ROADRUNNER’S MONTE CONNER TALKS STONER ROCK
The Obelisk, a new metal blog run by JJ Koczan of the now defunct Metal Maniacs Magazine, recently published a fascinating interview with Roadrunner Records A&R-king Monte Conner on the subject of stoner rock. It’s a fascinating glimpse into the mind of one of the most famous and influential A&Rs in the history of metal, if not just for the interesting stoner rock subject matter then for the industry / label politics / A&R talk. Monte speaks all about his stoner rock heroes from Kyuss to Fu Manchu to Queens of the Stone Age, spends a good deal of time talking about why Roadrunner never ventured far into the stoner rock foray (Karma to Burn excepted — and he goes in depth about them, too), the current state of stoner rock, and why it’s never become a commercially viable genre. Take a quick look at some of the interview highlights after the jump.
The Obelisk: What do you think it is about the genre that never really caught on commercially? The music, by and large, is accessible.
Conner: It is by and large accessible and as I said, most of these bands have fairly accessible vocals. To be honest, I really think most of these bands tend to sound very similar. They all have the same kind of fuzzy guitar tones. The lyrical subject matter. Fu Manchu and Nebula sound alike — well, in the beginning they sounded alike, Nebula eventually branched out into something more alternative sounding. In the beginning they sounded alike. If you listen to a band like Roadsaw, it sounds like all the rest. I just think due to the lyrical subject matter and even the album covers and the guitar sound, it’s a limiting genre. I think these bands all tend to sound too similar. Of course, to me, Kyuss is the one band that stands out as completely unique from everything else. As much as I love Fu Manchu, there are plenty of other bands that can do the Fu Manchu sound — never as good, of course. I think it hasn’t caught on mainly because musically it’s limiting in terms of bands not really being able to expand on the formula. I guess you could call Wolfmother a stoner band in a way, and if you can, they definitely are the most successful stoner band of all time – the only one with a gold record. But if you look at Wolfmother, they also have this whole Led Zeppelin III acoustic side to them that these other stoner bands don’t have, so it’s no surprise that a band like that was able to break out. Because they’ve got another side to them that a band like Fu Manchu or Orange Goblin, Sleep, none of those bands had that.
The Obelisk: You could apply the same thing to The Sword, if maybe on a lesser scale.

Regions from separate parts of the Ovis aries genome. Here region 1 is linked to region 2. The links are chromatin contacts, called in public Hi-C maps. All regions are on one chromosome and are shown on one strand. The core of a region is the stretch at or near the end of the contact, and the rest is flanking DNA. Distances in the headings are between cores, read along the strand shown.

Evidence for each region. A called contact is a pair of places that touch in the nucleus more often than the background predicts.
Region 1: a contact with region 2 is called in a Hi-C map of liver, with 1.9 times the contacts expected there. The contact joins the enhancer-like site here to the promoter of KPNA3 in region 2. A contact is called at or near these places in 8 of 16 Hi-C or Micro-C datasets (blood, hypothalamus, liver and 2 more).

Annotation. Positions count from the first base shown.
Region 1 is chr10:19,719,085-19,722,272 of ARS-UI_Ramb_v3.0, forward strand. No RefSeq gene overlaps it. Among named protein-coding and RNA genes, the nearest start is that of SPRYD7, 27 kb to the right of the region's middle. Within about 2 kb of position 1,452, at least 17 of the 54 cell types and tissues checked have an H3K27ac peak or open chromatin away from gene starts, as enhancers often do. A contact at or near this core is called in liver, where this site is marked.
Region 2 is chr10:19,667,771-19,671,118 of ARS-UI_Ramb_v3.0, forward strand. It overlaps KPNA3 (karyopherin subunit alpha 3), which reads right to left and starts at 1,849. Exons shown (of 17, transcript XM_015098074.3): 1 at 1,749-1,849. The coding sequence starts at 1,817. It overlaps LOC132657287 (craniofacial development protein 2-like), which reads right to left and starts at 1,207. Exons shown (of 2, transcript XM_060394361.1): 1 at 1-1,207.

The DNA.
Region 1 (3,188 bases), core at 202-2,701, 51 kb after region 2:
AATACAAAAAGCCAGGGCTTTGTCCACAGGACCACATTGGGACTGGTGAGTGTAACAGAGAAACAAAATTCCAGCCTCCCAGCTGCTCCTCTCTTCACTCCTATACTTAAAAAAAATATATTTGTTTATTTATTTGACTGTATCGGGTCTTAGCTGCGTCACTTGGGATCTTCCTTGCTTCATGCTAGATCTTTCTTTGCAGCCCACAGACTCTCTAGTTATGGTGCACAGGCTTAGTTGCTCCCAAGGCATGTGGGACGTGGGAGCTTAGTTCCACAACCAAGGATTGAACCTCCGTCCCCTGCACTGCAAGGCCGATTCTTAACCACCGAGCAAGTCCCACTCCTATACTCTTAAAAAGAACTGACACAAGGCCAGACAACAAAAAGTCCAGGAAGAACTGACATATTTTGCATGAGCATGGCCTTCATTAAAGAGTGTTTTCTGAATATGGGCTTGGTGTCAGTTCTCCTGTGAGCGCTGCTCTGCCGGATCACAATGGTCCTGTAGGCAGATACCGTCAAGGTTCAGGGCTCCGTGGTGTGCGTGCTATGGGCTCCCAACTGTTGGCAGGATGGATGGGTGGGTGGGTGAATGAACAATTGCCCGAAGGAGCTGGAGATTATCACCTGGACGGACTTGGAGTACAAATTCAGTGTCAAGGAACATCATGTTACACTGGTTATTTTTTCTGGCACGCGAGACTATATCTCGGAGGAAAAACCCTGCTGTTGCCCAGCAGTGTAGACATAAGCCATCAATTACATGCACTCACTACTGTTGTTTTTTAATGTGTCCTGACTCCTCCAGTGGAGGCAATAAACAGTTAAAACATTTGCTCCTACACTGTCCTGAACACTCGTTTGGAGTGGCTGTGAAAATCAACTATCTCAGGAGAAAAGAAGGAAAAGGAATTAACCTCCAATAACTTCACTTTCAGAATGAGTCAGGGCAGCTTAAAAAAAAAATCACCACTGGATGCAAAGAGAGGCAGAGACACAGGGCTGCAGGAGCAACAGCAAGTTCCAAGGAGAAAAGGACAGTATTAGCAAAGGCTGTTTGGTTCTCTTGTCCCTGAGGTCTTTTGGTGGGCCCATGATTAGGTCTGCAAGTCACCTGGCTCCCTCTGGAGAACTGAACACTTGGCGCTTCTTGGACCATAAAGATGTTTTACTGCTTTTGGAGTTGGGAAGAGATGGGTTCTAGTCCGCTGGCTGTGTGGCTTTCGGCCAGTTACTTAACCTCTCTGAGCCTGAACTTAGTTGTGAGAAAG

Conner: The Sword are definitely a full-on stoner band, but for some reason, people just absolutely love that band and think they’re different than everything that’s come before them. I love The Sword and I can appreciate what The Sword does, but it kind of bears out my thoughts on stoner rock. As acclaimed as The Sword are — and Metallica takes them out on tour — and they’re just this band that’s loved by all kinds of big musicians, that’s a band that pops out 50,000 units. And yeah, 50,000 units is great for a label like Kemado, they can make money on that, but for a bigger label like Roadrunner, we wouldn’t be making money, and I don’t want to just sound like some callous record company asshole, but we are a record company and we are in business to make a profit and it’s my job to keep the commerce in mind while defending the art. We want to sign cool bands, but we also need to sign cool bands that are gonna help keep the lights on, because ultimately this is a business. A band like The Sword, cool as they are, it’s not really the right business for a label like Roadrunner. And it sucks to say that, because I’d love to work with The Sword. I’m a big fan of stoner rock, this just isn’t the right place for that kind of music. I think it would have been perfect to sign Queens because they were a stoner band and they were able to branch into something bigger. That would have been perfect for a label like Roadrunner.
Check out the interview at The Obelisk for a great read. My only problem with it is that there’s one very notable omission: Mastodon. You could easily argue that Mastodon aren’t true stoner rock, but let’s not get caught up in micro-genre pigeonholing; they absolutely have stoner rock elements and appeal to stoner rock fans. Will Mastodon be the stoner rock band who break the genre through to the masses? I guess the verdict’s still out on that one.